My husband and I recently met a man from the island nation of Malta. Having never been there before, he described such a beautiful and friendly place that we decided to do a little more research. A cursory review of Malta’s more than 7,000 year history was enough to convince us to book a trip. Over that time, Malta has experienced a clash of cultures that has resulted in a wonderful mix of people, food and architecture. Their strategic location just south of Italy made them a perfect stop on past and present trade routes. Our goals for our 4-day trip were to taste some local specialties, learn about the history firsthand and explore some of the picturesque natural wonders of both the island of Malta and its smaller companion island, Gozo. We were not disappointed.
We were able to taste a couple of local Maltese dishes, one of which was pastizzi. They are little, fist-sized flaky pastry balls filled with a ricotta cheese blend or with a mashed pea mixture. They are sold at small walk-up stands that also sell pizza by the slice and two pastizzi can be had for about 1 euro. They are filling and delicious! The pea-filled pastizzi did not sound appetizing to me but it turned out to be my favorite. We have a phrase in English, “Don’t knock it until you try it!” which can be also translated as “Don’t take a pot shot!” and I am so glad I gave it a chance. Other than eating fresh seafood at every opportunity (we were on an island after all), we also tried the local specialty of Rabbit Stew. At Il-Tokk restaurant in Victoria, Gozo, they offer a huge bowl of steaming stew for under 15 euro. The rabbit was falling-off-the-bone tender surrounded by chunks of potatoes and carrots and steeped in a variety of unknown to me seasonings. The portion was big enough to share, so we did.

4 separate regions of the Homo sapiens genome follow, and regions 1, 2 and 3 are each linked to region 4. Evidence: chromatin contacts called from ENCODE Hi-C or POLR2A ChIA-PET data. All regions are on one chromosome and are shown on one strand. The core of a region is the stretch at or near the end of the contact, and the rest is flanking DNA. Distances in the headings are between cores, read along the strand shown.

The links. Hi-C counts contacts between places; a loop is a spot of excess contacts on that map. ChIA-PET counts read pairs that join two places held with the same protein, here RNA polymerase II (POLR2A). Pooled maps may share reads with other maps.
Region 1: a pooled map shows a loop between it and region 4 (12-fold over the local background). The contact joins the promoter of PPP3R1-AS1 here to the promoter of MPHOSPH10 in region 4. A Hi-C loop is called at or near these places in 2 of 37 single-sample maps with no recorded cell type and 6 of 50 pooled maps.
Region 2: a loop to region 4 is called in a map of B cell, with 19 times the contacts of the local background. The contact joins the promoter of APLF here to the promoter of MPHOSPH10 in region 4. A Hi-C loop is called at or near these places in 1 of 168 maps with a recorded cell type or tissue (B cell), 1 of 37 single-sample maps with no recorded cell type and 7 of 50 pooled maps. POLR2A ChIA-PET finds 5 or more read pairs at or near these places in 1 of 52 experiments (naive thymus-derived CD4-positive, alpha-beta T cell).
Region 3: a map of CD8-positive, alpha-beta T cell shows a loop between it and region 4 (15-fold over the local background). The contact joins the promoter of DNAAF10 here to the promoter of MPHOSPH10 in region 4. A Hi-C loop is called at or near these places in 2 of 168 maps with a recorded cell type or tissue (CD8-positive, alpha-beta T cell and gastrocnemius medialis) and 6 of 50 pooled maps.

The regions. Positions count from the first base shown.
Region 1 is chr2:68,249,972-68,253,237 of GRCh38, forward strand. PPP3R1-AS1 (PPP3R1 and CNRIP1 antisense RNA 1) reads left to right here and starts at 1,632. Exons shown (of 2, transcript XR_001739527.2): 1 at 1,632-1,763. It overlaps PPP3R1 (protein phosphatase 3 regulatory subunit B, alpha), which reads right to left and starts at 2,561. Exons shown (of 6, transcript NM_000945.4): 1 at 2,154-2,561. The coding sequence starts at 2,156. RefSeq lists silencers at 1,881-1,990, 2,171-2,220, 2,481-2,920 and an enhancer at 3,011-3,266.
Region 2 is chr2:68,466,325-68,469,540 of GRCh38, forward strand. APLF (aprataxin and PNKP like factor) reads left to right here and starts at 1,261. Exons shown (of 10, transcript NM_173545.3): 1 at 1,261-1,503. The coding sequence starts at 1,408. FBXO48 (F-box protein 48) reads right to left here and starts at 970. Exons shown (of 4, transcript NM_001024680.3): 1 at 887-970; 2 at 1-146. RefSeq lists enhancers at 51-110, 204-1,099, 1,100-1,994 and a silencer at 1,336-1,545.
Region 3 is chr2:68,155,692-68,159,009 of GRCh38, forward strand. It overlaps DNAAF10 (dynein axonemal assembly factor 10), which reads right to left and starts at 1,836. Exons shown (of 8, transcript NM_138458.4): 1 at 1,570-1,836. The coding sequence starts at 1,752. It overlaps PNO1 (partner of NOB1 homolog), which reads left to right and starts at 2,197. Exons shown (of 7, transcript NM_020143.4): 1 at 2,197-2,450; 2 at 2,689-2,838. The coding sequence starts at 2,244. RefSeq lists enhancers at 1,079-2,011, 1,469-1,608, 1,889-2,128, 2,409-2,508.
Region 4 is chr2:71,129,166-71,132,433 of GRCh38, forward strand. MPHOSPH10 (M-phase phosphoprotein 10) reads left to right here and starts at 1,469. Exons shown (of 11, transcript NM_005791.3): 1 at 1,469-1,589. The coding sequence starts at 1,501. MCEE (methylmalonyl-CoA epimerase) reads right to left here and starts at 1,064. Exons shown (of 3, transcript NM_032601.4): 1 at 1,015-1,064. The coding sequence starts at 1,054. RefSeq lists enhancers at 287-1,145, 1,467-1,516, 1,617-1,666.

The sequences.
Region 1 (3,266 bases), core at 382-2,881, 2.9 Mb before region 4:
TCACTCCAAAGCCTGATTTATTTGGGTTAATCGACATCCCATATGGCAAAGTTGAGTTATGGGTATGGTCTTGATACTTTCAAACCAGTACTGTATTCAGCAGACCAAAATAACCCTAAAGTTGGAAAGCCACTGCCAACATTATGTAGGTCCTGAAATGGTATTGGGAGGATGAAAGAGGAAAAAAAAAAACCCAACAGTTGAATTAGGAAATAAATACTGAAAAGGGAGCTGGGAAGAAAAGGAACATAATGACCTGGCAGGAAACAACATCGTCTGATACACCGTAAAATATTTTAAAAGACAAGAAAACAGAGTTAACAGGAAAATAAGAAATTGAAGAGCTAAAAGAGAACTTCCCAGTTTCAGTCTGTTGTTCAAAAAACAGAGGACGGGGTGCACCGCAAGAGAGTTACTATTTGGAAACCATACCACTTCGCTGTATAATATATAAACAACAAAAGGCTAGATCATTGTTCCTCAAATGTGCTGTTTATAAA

After stuffing ourselves with delicious cuisine, we signed up for the free walking tour of the capital city of Malta called Valletta. We were led by a Maltese-Australian named Jennifer who was extremely knowledgeable about the history and architecture of the city. She told us interesting stories about how The Order of Saint John, a Christian Order founded in a hospice in 11th Century Jerusalem, came to inhabit the island in 1530. Their representative symbol is what we now know as the Maltese Cross. They were tasked with defending Christianity and after successfully blocking the Ottoman Empire from invading Europe during the Great Siege of 1565, they were showered with riches which they used to continue fortifying their harbors. These fortifications still stand today and many of them can be toured to learn more about this tumultuous time in history.
Although it is well-known by now that the famous Azure Window collapsed in 2017, we found so many other spectacular vistas that we believe deserve just as much attention. My favorite day in Malta was the day we rented a scooter and explored some of the islands hidden vistas. There are so many to choose from but nothing was better than watching the sun set at a random unnamed location along the Western cliffs. It was the perfect end to a wonderful trip.